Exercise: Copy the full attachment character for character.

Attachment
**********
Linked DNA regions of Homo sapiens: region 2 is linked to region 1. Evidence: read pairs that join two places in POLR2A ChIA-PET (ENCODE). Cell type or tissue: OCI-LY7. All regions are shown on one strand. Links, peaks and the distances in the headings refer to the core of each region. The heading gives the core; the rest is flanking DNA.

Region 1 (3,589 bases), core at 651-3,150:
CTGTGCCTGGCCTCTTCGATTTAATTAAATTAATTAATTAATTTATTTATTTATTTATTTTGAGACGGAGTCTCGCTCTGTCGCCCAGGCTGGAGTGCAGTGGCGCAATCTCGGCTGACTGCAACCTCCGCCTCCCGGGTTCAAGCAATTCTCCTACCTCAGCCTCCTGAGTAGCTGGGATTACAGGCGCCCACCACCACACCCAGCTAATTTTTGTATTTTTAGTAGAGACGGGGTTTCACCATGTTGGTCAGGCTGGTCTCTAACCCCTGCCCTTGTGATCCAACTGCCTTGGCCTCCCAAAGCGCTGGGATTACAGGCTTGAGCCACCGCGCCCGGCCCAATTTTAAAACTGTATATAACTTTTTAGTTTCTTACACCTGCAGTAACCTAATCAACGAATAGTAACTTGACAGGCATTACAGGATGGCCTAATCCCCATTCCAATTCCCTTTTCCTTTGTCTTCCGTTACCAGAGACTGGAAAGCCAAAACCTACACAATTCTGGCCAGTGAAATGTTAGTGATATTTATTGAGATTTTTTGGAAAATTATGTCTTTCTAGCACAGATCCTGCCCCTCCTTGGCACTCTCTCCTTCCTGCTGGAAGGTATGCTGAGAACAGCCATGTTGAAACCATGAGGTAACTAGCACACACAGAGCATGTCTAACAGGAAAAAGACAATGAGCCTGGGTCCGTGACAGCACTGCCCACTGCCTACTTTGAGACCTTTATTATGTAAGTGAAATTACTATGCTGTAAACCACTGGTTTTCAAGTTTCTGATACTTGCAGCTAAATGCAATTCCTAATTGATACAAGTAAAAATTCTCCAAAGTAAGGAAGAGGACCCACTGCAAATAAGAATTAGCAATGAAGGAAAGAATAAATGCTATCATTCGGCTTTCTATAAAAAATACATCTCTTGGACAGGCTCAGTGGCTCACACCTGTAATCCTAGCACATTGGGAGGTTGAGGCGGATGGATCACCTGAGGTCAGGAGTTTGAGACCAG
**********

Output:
Linked DNA regions of Homo sapiens: region 2 is linked to region 1. Evidence: read pairs that join two places in POLR2A ChIA-PET (ENCODE). Cell type or tissue: OCI-LY7. All regions are shown on one strand. Links, peaks and the distances in the headings refer to the core of each region. The heading gives the core; the rest is flanking DNA.

Region 1 (3,589 bases), core at 651-3,150:
CTGTGCCTGGCCTCTTCGATTTAATTAAATTAATTAATTAATTTATTTATTTATTTATTTTGAGACGGAGTCTCGCTCTGTCGCCCAGGCTGGAGTGCAGTGGCGCAATCTCGGCTGACTGCAACCTCCGCCTCCCGGGTTCAAGCAATTCTCCTACCTCAGCCTCCTGAGTAGCTGGGATTACAGGCGCCCACCACCACACCCAGCTAATTTTTGTATTTTTAGTAGAGACGGGGTTTCACCATGTTGGTCAGGCTGGTCTCTAACCCCTGCCCTTGTGATCCAACTGCCTTGGCCTCCCAAAGCGCTGGGATTACAGGCTTGAGCCACCGCGCCCGGCCCAATTTTAAAACTGTATATAACTTTTTAGTTTCTTACACCTGCAGTAACCTAATCAACGAATAGTAACTTGACAGGCATTACAGGATGGCCTAATCCCCATTCCAATTCCCTTTTCCTTTGTCTTCCGTTACCAGAGACTGGAAAGCCAAAACCTACACAATTCTGGCCAGTGAAATGTTAGTGATATTTATTGAGATTTTTTGGAAAATTATGTCTTTCTAGCACAGATCCTGCCCCTCCTTGGCACTCTCTCCTTCCTGCTGGAAGGTATGCTGAGAACAGCCATGTTGAAACCATGAGGTAACTAGCACACACAGAGCATGTCTAACAGGAAAAAGACAATGAGCCTGGGTCCGTGACAGCACTGCCCACTGCCTACTTTGAGACCTTTATTATGTAAGTGAAATTACTATGCTGTAAACCACTGGTTTTCAAGTTTCTGATACTTGCAGCTAAATGCAATTCCTAATTGATACAAGTAAAAATTCTCCAAAGTAAGGAAGAGGACCCACTGCAAATAAGAATTAGCAATGAAGGAAAGAATAAATGCTATCATTCGGCTTTCTATAAAAAATACATCTCTTGGACAGGCTCAGTGGCTCACACCTGTAATCCTAGCACATTGGGAGGTTGAGGCGGATGGATCACCTGAGGTCAGGAGTTTGAGACCAG